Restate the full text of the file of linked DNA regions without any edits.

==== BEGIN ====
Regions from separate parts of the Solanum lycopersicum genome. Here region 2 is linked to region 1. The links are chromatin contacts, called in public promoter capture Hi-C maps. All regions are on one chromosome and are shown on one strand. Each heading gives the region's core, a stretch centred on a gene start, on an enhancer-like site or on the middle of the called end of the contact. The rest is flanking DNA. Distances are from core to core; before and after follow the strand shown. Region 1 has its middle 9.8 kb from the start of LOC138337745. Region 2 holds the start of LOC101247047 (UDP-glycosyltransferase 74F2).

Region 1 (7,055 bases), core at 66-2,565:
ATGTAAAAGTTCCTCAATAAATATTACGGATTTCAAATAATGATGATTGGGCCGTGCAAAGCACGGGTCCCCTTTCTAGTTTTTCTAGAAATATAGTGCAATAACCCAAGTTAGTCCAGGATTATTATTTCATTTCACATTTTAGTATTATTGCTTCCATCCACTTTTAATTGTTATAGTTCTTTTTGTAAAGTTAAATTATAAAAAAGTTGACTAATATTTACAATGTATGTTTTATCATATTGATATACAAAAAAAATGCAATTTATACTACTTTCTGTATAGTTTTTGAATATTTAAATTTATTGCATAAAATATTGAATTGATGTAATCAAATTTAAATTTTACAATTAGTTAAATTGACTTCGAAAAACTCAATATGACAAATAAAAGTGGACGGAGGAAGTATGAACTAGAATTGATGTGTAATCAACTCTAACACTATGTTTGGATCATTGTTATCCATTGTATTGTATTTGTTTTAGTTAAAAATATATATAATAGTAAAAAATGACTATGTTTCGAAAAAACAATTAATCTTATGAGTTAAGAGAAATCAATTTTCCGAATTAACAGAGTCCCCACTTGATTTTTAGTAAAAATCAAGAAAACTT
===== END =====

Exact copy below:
Regions from separate parts of the Solanum lycopersicum genome. Here region 2 is linked to region 1. The links are chromatin contacts, called in public promoter capture Hi-C maps. All regions are on one chromosome and are shown on one strand. Each heading gives the region's core, a stretch centred on a gene start, on an enhancer-like site or on the middle of the called end of the contact. The rest is flanking DNA. Distances are from core to core; before and after follow the strand shown. Region 1 has its middle 9.8 kb from the start of LOC138337745. Region 2 holds the start of LOC101247047 (UDP-glycosyltransferase 74F2).

Region 1 (7,055 bases), core at 66-2,565:
ATGTAAAAGTTCCTCAATAAATATTACGGATTTCAAATAATGATGATTGGGCCGTGCAAAGCACGGGTCCCCTTTCTAGTTTTTCTAGAAATATAGTGCAATAACCCAAGTTAGTCCAGGATTATTATTTCATTTCACATTTTAGTATTATTGCTTCCATCCACTTTTAATTGTTATAGTTCTTTTTGTAAAGTTAAATTATAAAAAAGTTGACTAATATTTACAATGTATGTTTTATCATATTGATATACAAAAAAAATGCAATTTATACTACTTTCTGTATAGTTTTTGAATATTTAAATTTATTGCATAAAATATTGAATTGATGTAATCAAATTTAAATTTTACAATTAGTTAAATTGACTTCGAAAAACTCAATATGACAAATAAAAGTGGACGGAGGAAGTATGAACTAGAATTGATGTGTAATCAACTCTAACACTATGTTTGGATCATTGTTATCCATTGTATTGTATTTGTTTTAGTTAAAAATATATATAATAGTAAAAAATGACTATGTTTCGAAAAAACAATTAATCTTATGAGTTAAGAGAAATCAATTTTCCGAATTAACAGAGTCCCCACTTGATTTTTAGTAAAAATCAAGAAAACTT